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15 results for Trout
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Record #:
25330
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Fishing for speckled trout in the colder months like November can be tricky. Peter Boettger gives suggestions on the best way to catch the trout.
Source:
Currents (NoCar TD 171.3 P3 P35x), Vol. 27 Issue 4, Winter 2009, p6, il
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Record #:
26318
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Massive flooding in western North Carolina damaged trout streams in 16 counties; however, continuing efforts at flood control may also pose a threat to the trout populations by destroying the habitat.
Source:
Friend O’ Wildlife (NoCar Oversize SK 431 F74x), Vol. 22 Issue 2, Spring 1978, p11, 30
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Record #:
26618
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Dry weather conditions in western North Carolina are forcing fisheries biologists with the N.C. Wildlife Resources Commission to stock trout early. If water levels in mountain trout streams continue to drop and water temperatures get too high, biologists fear that fish may die.
Source:
Friend of Wildlife (NoCar Oversize SK 431 F74x), Vol. 35 Issue 5, Sept/Oct 1988, p16
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Record #:
6622
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There are three species of trout found in North Carolina waters - the brown, rainbow, and Eastern brook. Of the three, only the Eastern brook is native to the state. Amundson compares each fish in appearance, distribution, feeding habits, reproduction, and wildlife management.
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Record #:
8199
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The state has three species of trout--the brook, rainbow, and brown. Raver describes some common characteristics of the three fish and some differences. The brook is the only one native to North Carolina and is the one most easily caught. The brown is the most difficult to catch. The rainbow seldom spawns in any water that is not swiftly flowing.
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Record #:
890
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Catching the spotted sea trout takes skill, luck and tolerance of the elements.
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Record #:
1772
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Volunteers at the Watauga Chapter of Trout Unlimited designed and constructed portable fish-stocking backpack units and donated them to the NC Wildlife Commission. The units are used to transport half-wild brown trout for stocking in remote areas.
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Record #:
1774
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Speckled trout and spotted sea trout are popular with surf fishers on the North Carolina coast. The fish are available in varying numbers almost nine months a year.
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Record #:
2457
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The whirling disease, a parasitic infection affecting trout, has destroyed the species in many states. The N.C. Wildlife Resources Commission has developed strategies to keep it out of hatcheries. They include getting fish from disease-free sources.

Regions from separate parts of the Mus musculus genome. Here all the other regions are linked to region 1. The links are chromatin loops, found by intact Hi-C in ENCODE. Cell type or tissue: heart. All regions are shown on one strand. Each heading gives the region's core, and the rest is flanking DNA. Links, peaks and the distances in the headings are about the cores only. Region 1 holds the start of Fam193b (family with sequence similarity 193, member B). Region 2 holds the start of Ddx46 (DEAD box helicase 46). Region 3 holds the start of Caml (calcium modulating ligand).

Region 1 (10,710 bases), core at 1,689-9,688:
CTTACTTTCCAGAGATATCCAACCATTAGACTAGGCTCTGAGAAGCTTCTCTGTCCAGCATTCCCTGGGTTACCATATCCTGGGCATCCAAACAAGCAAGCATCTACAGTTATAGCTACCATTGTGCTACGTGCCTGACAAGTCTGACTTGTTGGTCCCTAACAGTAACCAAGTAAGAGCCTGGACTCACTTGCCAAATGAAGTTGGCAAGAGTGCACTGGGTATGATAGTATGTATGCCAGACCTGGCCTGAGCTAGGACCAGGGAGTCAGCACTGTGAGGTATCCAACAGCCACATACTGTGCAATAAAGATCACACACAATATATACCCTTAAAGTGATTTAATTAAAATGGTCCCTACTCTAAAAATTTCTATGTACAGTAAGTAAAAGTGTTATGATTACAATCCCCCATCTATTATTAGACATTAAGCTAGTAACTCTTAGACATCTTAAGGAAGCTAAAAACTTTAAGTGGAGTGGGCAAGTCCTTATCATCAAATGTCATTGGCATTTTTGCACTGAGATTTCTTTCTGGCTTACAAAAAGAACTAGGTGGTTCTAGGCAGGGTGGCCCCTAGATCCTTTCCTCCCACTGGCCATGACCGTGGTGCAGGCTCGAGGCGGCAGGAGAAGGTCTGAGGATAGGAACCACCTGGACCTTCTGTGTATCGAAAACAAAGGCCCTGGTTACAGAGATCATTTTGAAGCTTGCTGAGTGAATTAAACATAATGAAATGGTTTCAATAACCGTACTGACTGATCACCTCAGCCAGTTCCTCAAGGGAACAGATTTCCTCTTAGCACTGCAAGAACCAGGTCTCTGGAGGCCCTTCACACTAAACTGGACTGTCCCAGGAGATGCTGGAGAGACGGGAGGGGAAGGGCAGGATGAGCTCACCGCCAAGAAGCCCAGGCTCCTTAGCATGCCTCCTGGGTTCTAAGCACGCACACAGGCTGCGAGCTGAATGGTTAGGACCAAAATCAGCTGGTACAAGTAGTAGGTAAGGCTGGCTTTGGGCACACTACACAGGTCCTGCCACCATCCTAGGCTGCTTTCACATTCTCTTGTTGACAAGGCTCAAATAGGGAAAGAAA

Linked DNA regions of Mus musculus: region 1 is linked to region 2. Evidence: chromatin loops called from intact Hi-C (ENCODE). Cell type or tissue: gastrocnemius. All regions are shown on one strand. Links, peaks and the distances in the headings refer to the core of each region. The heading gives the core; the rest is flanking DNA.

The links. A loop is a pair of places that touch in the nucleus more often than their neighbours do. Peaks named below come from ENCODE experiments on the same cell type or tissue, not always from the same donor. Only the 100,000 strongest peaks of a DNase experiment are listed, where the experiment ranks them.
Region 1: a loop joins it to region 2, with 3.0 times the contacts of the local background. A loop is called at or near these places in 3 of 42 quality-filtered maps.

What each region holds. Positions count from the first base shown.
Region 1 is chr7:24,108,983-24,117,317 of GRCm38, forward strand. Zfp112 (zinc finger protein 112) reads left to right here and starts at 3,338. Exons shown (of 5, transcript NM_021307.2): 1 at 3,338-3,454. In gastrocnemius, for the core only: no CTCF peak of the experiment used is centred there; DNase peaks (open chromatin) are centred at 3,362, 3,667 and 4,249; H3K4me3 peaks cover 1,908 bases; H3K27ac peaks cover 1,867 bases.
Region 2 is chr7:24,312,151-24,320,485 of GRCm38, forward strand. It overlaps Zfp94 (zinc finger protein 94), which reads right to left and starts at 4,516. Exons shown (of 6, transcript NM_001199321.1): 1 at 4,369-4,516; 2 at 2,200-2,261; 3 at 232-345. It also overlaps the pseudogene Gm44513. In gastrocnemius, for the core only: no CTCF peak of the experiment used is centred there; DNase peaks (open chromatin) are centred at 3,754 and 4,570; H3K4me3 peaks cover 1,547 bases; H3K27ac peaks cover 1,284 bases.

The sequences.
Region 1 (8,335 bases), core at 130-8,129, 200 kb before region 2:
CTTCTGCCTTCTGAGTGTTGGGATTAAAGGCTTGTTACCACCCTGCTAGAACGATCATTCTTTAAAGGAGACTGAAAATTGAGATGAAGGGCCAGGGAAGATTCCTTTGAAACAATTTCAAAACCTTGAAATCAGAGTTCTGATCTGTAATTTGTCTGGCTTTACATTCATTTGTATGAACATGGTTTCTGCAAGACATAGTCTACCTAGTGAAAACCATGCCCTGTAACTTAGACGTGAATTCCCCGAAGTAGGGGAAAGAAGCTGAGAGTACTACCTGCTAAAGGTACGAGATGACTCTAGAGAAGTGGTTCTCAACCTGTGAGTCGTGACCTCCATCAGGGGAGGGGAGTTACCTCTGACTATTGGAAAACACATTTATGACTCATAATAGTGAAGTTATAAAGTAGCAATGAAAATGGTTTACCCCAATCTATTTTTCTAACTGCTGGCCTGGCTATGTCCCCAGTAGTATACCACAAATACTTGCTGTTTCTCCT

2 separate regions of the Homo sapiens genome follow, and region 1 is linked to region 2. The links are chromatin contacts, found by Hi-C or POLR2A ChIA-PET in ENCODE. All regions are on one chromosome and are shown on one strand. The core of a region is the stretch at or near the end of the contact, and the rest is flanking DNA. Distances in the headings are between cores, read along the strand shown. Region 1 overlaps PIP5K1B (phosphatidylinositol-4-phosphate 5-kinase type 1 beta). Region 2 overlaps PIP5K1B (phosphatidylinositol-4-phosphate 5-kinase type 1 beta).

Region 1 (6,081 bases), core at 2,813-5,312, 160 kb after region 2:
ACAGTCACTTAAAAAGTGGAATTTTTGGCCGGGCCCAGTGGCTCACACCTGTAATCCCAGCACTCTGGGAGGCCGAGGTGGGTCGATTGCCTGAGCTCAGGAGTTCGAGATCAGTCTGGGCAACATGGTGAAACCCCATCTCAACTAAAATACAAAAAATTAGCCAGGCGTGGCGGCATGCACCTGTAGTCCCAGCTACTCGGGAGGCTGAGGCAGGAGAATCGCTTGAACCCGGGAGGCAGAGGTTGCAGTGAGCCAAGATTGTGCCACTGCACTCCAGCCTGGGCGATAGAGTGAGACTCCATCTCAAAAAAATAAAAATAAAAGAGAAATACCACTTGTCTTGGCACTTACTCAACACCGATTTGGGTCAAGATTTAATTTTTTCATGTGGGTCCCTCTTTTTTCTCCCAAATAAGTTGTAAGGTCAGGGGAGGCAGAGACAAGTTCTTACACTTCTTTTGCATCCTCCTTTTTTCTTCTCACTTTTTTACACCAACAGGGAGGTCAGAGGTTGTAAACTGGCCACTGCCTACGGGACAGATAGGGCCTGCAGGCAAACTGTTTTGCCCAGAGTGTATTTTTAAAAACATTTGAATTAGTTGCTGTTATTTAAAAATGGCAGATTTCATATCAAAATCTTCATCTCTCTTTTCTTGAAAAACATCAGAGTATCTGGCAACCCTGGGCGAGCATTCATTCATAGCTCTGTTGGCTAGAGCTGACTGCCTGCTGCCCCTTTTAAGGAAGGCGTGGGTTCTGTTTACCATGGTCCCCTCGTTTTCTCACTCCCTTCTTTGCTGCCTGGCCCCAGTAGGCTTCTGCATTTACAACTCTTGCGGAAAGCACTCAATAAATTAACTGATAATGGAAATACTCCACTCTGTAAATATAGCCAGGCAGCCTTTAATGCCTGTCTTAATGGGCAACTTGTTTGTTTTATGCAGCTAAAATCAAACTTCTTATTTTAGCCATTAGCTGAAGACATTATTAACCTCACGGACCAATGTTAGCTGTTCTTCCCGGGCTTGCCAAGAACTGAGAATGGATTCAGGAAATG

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Record #:
18498
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Cantrell explains how Trout in the Classroom, a multifaceted learning program, functions. Involved schools are in the Piedmont, foothill, and mountain regions. Besides observing the trout evolve from eggs to fry to fingerlings, students do such activities as monitoring tank water quality, study stream habitats, and learn to appreciate water resources. At the end of the study, fingerlings are released into a selected stream under the supervision of the NC Wildlife Resource Commission fisheries biologists.
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Record #:
28307
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Morphological and meristic features of pure and crossed trout species were examined to see if hybrid trout features were intermediate to those of pure parents. Intermediacy was found in almost all hybrids and features. This suggests that problems will remain regarding whether they should be used in stocking streams with natural trout populations.
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Record #:
37792
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In photo format, the activities of a survey party working in the trout fishing area of the western part of the state are shown.
Record #:
37882
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Trout fishing in North Carolina has always been popular, and demand has only increased. The description, food habits, management, reproduction, and distribution are described for each type of trout found in North Carolina waters.
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Record #:
38530
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New technologies have aided trout hatcheries by enabling long distance travel and reducing infections in the hatcheries.
Record #:
38759
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The author tells you how to catch many large trout within the course of one hour.
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